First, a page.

Whether it's been the emergence of Kosei Tanaka, who recently stopped Ryuji Hara, the continued excitement of Katsunari Takayama, who had a barn burner with Francisco Rodriguez Jr earlier this year, or the break through of the wonderfully named Knockout CP Freshmart this year has been great for the fans of the smallest men in boxing.
The Minimumweight division comes to the fore against this coming Thursday when unbeaten Thai Wanheng Menayothin (35-0, 11) finally gets a long awaited shot at a world title as he battles heavy handed WBC belt holder Oswaldo Novoa (14-4-1, 9). The bout will be Menayothin's big step up whilst for the champion it's a chance to top off what will be a fantastic year for him.
The champion won his title earlier this year, winning it in spectacular fashion in China where he totally dismantled Xiong Zhao Zhong. He made his first defense in a relative nothing bout against Alcides Martinez in June and since then we've all been awaiting for him to fight Menayothin.
Although Novoa's record is patchy, to say the least, he is a pretty good fighter. He holds wins not only over Zhong but also over Jose Argumedo, Jose Alfredo Zuniga and Javier Martinez Resendiz as he has managed to string together 7 straight wins since a close technical decision loss to Carlos Velarde more than 2 years ago. At 5'3" he's a relatively tall Minimumweight but overall he looks huge at the weight given his imposing and rangy frame, in fact it appears as if he seriously drains to make 105lbs.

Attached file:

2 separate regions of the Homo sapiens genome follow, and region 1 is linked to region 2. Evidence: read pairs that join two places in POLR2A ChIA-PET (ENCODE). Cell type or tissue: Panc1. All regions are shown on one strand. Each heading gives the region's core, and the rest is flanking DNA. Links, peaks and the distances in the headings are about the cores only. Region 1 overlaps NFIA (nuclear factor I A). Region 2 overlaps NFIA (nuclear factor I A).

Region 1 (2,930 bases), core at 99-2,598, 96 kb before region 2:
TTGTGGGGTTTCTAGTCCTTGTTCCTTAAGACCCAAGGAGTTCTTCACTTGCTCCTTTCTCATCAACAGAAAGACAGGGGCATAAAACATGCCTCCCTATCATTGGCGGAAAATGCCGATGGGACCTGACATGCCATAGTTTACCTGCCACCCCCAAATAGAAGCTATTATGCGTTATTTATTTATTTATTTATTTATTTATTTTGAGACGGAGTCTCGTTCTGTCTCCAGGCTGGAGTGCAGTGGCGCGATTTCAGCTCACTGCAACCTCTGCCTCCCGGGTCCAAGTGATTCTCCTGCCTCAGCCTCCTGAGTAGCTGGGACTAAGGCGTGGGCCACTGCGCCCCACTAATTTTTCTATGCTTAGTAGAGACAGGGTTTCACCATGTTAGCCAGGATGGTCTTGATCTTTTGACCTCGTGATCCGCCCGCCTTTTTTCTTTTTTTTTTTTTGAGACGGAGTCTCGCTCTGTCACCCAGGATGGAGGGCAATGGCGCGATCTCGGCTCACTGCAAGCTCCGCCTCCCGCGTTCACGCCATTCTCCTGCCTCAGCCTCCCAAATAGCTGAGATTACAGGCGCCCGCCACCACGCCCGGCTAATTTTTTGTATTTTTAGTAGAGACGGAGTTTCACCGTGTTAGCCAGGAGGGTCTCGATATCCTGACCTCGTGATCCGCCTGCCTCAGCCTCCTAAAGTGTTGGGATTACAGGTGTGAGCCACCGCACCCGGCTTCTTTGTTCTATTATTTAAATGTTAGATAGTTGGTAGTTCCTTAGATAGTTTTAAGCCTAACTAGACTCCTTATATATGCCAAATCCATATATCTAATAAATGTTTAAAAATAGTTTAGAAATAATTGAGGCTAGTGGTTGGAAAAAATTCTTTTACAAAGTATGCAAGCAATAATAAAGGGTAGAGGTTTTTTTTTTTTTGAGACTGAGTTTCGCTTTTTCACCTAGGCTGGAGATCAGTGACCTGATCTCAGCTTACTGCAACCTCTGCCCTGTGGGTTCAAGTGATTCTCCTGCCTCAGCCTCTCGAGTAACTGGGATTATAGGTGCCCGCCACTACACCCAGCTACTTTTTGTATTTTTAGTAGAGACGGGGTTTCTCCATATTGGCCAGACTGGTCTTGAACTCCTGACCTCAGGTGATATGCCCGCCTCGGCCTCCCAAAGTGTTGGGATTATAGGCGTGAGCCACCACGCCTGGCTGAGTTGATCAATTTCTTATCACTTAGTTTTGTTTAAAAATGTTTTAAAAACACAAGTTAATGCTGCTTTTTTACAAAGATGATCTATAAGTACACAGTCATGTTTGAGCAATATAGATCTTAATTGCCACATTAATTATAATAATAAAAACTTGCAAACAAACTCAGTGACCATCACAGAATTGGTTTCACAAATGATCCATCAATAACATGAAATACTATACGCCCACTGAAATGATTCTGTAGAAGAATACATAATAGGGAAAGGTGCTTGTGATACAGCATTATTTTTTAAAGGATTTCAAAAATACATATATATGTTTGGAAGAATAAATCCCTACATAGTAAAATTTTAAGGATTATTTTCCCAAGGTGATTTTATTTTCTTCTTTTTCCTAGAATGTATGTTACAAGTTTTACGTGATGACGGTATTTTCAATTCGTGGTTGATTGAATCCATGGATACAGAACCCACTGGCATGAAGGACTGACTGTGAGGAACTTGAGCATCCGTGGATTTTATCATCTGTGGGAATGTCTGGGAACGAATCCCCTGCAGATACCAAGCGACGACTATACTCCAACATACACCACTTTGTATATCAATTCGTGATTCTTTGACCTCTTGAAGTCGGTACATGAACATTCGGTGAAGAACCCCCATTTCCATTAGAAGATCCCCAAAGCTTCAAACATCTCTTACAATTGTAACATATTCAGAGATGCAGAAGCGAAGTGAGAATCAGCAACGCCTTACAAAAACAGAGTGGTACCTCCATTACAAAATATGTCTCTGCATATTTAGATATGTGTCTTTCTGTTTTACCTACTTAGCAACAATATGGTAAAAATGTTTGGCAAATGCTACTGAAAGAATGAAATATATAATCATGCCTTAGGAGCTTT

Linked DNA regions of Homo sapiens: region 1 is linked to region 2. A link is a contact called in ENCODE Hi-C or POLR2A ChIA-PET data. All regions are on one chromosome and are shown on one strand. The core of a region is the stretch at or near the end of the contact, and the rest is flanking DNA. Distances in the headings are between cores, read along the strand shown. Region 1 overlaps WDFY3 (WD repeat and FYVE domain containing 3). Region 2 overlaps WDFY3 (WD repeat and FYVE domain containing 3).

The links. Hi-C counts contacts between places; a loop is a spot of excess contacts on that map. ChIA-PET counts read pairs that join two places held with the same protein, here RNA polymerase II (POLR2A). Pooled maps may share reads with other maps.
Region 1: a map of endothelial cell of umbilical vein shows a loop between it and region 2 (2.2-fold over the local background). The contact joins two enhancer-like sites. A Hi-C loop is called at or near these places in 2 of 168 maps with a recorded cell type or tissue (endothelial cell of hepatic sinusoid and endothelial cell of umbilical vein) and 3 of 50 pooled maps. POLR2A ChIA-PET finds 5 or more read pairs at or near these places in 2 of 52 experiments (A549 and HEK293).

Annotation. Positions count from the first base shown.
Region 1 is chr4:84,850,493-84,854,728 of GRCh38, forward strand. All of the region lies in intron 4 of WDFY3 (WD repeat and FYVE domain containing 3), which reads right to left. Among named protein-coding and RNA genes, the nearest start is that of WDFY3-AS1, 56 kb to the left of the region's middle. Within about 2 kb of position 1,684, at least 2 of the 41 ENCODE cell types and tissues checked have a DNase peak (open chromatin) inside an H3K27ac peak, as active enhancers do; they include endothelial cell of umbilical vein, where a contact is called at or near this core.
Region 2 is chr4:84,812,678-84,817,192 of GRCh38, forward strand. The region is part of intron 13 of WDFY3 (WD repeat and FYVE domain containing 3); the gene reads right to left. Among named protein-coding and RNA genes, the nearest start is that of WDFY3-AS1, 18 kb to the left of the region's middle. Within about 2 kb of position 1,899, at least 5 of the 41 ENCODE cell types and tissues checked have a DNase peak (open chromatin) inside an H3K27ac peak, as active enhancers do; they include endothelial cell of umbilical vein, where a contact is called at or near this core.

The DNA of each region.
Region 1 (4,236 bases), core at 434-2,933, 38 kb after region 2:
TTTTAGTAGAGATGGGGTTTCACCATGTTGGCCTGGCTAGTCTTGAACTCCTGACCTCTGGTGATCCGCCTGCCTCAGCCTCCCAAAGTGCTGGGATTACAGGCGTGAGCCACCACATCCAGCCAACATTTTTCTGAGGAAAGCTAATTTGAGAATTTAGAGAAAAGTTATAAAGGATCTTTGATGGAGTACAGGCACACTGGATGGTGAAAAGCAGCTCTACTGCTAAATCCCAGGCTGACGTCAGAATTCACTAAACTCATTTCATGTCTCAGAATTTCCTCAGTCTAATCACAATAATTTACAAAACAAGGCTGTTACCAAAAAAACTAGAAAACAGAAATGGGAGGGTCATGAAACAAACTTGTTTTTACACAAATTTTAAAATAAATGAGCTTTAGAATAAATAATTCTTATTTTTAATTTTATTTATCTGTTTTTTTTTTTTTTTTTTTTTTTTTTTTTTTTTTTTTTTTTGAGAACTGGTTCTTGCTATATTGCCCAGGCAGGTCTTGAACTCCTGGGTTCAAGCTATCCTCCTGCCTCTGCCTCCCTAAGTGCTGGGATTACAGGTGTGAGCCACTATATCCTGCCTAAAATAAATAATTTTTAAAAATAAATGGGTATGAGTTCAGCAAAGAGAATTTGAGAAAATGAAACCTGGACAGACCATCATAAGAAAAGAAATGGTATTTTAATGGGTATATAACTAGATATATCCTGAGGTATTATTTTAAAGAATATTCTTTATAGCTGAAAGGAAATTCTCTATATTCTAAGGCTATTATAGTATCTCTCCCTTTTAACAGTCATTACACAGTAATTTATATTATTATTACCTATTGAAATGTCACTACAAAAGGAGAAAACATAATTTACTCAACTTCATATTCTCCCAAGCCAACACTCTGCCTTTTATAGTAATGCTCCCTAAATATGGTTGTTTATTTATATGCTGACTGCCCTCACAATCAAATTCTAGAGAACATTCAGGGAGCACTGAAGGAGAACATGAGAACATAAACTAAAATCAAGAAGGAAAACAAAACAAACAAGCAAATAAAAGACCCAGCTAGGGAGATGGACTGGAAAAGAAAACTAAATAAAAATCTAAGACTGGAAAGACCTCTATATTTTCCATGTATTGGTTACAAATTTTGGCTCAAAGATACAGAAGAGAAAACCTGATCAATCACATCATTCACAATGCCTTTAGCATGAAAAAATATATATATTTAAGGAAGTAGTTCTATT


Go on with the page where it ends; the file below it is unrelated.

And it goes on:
Gifted with size and power we don't think Novoa has the most rounded of skills but we hardly think he cares. He strikes us as more of a free swinging fighter, in there to win a fight not a boxing contest. This can leave him open but he does look a very strong guy who can take a shot and walk down opponents, as he did against Zhong. On the road, as he was against Zhong and will be again here, it's often a case of a winning a fight and winning it early.
As for Thailand's Menayothin we have a man with a misleading and confusing record. On paper he's got a sensational looking record with 35 straight wins in the Minimumweight division. In reality very few of those wins really tell us anything other than that he's a Thai fighter were activity is key as opposed to the level of competition. That's not to say the Thai hasn't fought anyone of note, in fact wins over Ardin Diale, Florante Condes, Crison Omayao, Rolio Golez and Yuma Iwahashi are decent wins, though at best they are decent and not great or outstanding.
Stylistically Menayothin is like many Thai's. He's strong, tight defensively and fights as an out and out pressure fighter. Saying that however he's not got massively concussive power and scores many of his stoppages through accumulation as opposed to single shots damage. Despite the lack of power he is aggressive, fun to watch and should stylistically make for a great fight with a fighter like Novoa.
In the ring we're suspecting a really exciting war with both men meeting in the middle of the ring and letting shots go with bad intentions. For Wanheng the question is whether or not he can take the power of Novoa? If he can then the Thai is likely to take a very hard fought and exciting decision with the two men fighting toe-to-toe for large swathes of the bout. If Novoa hits too hard for the Thai however this one could be over quickly though is still likely to be very exciting for as long as it lasts.
It may seem crazy to say be we genuinely feel this one could be a FOTY candidate much like the first bout between Porpramook Kompayak and Adrian Hernandez, that was another bout where a WBC champion from Mexico traveled to Thailand and we ended up with something very special to watch.
(Image courtesy of http://www.thairec.com)